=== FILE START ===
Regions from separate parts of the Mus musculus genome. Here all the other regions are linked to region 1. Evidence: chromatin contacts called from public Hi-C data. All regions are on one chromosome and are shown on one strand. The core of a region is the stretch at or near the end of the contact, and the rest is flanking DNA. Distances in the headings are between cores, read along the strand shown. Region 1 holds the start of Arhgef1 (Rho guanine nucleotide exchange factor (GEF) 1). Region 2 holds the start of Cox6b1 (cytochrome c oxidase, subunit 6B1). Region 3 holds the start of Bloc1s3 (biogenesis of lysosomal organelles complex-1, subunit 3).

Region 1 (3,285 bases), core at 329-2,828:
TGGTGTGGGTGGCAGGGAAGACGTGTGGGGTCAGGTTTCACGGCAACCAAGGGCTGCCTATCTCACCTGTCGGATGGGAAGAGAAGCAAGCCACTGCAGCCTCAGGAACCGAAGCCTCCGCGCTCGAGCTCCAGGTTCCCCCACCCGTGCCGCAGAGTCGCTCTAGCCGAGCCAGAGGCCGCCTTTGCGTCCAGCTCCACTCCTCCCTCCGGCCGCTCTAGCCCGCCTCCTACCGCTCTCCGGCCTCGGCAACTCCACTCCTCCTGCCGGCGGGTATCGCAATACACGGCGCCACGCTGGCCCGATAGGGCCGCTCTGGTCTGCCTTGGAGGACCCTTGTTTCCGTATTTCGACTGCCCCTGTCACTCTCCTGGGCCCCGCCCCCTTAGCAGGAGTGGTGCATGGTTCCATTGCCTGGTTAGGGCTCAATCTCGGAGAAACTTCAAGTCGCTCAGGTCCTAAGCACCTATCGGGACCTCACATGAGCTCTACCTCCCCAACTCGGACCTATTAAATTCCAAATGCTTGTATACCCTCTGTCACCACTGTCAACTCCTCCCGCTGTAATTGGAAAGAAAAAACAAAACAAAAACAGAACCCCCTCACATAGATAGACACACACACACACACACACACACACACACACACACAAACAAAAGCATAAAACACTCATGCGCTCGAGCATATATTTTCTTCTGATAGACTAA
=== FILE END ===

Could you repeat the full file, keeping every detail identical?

Regions from separate parts of the Mus musculus genome. Here all the other regions are linked to region 1. Evidence: chromatin contacts called from public Hi-C data. All regions are on one chromosome and are shown on one strand. The core of a region is the stretch at or near the end of the contact, and the rest is flanking DNA. Distances in the headings are between cores, read along the strand shown. Region 1 holds the start of Arhgef1 (Rho guanine nucleotide exchange factor (GEF) 1). Region 2 holds the start of Cox6b1 (cytochrome c oxidase, subunit 6B1). Region 3 holds the start of Bloc1s3 (biogenesis of lysosomal organelles complex-1, subunit 3).

Region 1 (3,285 bases), core at 329-2,828:
TGGTGTGGGTGGCAGGGAAGACGTGTGGGGTCAGGTTTCACGGCAACCAAGGGCTGCCTATCTCACCTGTCGGATGGGAAGAGAAGCAAGCCACTGCAGCCTCAGGAACCGAAGCCTCCGCGCTCGAGCTCCAGGTTCCCCCACCCGTGCCGCAGAGTCGCTCTAGCCGAGCCAGAGGCCGCCTTTGCGTCCAGCTCCACTCCTCCCTCCGGCCGCTCTAGCCCGCCTCCTACCGCTCTCCGGCCTCGGCAACTCCACTCCTCCTGCCGGCGGGTATCGCAATACACGGCGCCACGCTGGCCCGATAGGGCCGCTCTGGTCTGCCTTGGAGGACCCTTGTTTCCGTATTTCGACTGCCCCTGTCACTCTCCTGGGCCCCGCCCCCTTAGCAGGAGTGGTGCATGGTTCCATTGCCTGGTTAGGGCTCAATCTCGGAGAAACTTCAAGTCGCTCAGGTCCTAAGCACCTATCGGGACCTCACATGAGCTCTACCTCCCCAACTCGGACCTATTAAATTCCAAATGCTTGTATACCCTCTGTCACCACTGTCAACTCCTCCCGCTGTAATTGGAAAGAAAAAACAAAACAAAAACAGAACCCCCTCACATAGATAGACACACACACACACACACACACACACACACACACACAAACAAAAGCATAAAACACTCATGCGCTCGAGCATATATTTTCTTCTGATAGACTAA